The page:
In terms of analysis and theory, Part I is clearly the strongest section. But for application of the theory, readers will find Part IV on clinical case illustrations very useful. Each chapter in this section works through a particular case from 'Clinical History' to 'Cultural Formulation' and, without much elaboration, demonstrates the importance of cultural and contextual considerations in diagnosis and treatment. I especially found Chapter 18, by Maria Oquendo and Ruth Graver, interesting for its attention not only to patient experiences of racial discrimination and minority status but also its sensitivity to the complexity of therapist conundrums in addressing these issues. In this case, Oquendo and Graver describe a patient who bonds with and trusts the therapist on the basis of skin color, thereby believing she is more likely to be understood in her anguish about having been a victim of racism. Oquendo and Graver point out, though, that such trust can be fairly superficial and can make it difficult for clinicians to distinguish between a patient's experiences of racism and her internalized feelings of inferiority. Wanting not to pathologize or minimize the social context of mental distress, clinicians walk a fine line between validation of social causes and attention to personal low self-esteem. This chapter and other case studies of Cultural Formulation would be greatly beneficial to training and discussion with residents and clinicians.

The middle two sections are less exciting and so I have less to say about them. Readers will find nuggets of great worth there, such as in Lloyd Rogler's article, 'Framing Research on Culture in Psychiatric Diagnosis'. Rogler raises the extremely difficult and pressing question, Can diagnosis and research be systematic and still retain the pluralistic qualities of culture and cultural differences? A chapter by Francis Lu, Russell Lim, and Juan Mezzich is a potentially rich one that attempts to address a consistent problem in psychiatric literature: the elision of adequate definitions of culture, ethnicity, and race. Yet even here the authors offer only superficial, or 'thin', definitions that fail to capture what is most problematic and messy about each of these concepts individually and, especially, all of them when they intersect. Their definition of 'race' as biological especially is disappointing. Granted, this chapter was originally published in 1995, when less was known about the social production of the concept of 'race' and the lack of scientific evidence for the existence of 'races', but that suggests that the editors would have done better to ensure that that chapter was updated to reflect 21st century understandings of racialization. Still, Parts II and III will give readers an appreciation for the enormous difficulties that the Cultural Formulation project faced and the disappointment of seeing much of their efforts ghettoized into an axis or appendix instead of being threaded throughout the manual. Those chapters provide a realistic discouragement but, hopefully, not significant enough for people to abandon the goals and values of the Cultural Formulation.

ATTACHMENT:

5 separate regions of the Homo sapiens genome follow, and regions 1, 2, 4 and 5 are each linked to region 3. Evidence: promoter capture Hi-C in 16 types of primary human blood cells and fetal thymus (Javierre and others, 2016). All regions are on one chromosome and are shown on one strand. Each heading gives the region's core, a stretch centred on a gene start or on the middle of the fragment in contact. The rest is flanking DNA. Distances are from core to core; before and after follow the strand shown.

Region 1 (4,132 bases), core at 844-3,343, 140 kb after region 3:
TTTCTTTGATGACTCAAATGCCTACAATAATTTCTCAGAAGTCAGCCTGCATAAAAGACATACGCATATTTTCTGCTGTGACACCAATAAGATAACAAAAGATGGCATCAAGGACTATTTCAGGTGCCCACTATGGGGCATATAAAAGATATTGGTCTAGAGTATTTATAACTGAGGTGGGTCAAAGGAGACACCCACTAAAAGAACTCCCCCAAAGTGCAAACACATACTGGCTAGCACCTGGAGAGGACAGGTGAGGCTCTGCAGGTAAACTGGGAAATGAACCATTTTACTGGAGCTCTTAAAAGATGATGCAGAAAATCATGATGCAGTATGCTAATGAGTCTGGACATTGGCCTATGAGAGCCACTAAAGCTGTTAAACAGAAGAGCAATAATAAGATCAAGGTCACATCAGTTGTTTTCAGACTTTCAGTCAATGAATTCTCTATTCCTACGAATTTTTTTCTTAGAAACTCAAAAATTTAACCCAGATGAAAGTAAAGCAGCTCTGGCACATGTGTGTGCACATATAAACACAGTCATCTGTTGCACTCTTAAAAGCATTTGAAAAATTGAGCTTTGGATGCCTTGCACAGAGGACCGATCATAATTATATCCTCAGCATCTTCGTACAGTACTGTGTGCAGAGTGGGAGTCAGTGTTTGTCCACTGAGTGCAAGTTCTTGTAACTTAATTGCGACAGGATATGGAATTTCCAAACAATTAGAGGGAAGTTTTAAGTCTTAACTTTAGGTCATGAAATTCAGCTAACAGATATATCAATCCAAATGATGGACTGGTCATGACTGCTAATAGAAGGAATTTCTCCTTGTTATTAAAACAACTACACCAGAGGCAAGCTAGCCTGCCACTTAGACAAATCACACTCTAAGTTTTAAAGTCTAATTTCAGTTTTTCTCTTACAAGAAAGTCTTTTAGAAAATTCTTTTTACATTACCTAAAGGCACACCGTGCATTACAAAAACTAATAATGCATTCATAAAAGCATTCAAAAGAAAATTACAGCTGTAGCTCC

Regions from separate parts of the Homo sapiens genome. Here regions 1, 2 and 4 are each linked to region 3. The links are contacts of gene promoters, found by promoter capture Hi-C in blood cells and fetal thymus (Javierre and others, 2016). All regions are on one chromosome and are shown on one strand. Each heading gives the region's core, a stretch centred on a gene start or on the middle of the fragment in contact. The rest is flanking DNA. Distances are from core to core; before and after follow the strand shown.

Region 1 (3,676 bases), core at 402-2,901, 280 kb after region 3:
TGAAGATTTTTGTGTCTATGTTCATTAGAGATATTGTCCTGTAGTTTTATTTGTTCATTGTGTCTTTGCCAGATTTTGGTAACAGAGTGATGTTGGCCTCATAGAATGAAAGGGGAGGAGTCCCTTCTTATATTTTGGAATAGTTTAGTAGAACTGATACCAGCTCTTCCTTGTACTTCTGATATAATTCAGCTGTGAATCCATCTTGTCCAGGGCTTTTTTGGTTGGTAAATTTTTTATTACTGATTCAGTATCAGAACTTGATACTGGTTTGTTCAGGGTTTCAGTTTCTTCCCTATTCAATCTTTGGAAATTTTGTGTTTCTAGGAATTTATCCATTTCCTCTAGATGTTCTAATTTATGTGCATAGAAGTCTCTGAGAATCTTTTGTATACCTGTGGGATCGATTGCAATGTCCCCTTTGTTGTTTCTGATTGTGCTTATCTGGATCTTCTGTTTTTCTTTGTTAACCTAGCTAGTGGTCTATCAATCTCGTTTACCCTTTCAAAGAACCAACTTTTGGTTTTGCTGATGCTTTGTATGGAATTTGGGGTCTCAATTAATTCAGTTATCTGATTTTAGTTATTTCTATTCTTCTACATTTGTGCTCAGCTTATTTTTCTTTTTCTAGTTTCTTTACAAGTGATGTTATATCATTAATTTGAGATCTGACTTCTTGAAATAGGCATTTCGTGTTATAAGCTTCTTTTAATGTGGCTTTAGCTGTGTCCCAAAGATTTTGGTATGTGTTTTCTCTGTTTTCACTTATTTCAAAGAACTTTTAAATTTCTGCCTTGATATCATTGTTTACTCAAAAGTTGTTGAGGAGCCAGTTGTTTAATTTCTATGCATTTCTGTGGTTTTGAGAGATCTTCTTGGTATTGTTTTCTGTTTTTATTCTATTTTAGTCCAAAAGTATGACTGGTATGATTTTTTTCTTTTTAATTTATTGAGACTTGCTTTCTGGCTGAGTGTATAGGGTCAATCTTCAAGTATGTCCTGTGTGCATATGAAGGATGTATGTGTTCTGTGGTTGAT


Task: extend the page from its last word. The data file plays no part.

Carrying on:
All in all, though, this is a valuable book for anyone who is interested in theoretical aspects of the project of incorporating culture and context into the DSM and who wants to find out what has already been tried, both successfully and not. Cultural Formulation--the anthology and the project--represents a dedicated and systematic attempt to integrate culture and context into the DSM.


© 2010 Nancy Nyquist Potter


Nancy Nyquist Potter is a Professor of Philosophy at the University of Louisville and President of the Association for the Advancement of Philosophy and Psychiatry. Her most recent book is Mapping the Edges and the In-between: A Critical Analysis of Borderline Personality Disorder (Oxford University Press 2009). She is currently working on issues of socialization and racialization in the diagnosis of Oppositional Defiant Disorder and Conduct Disorder.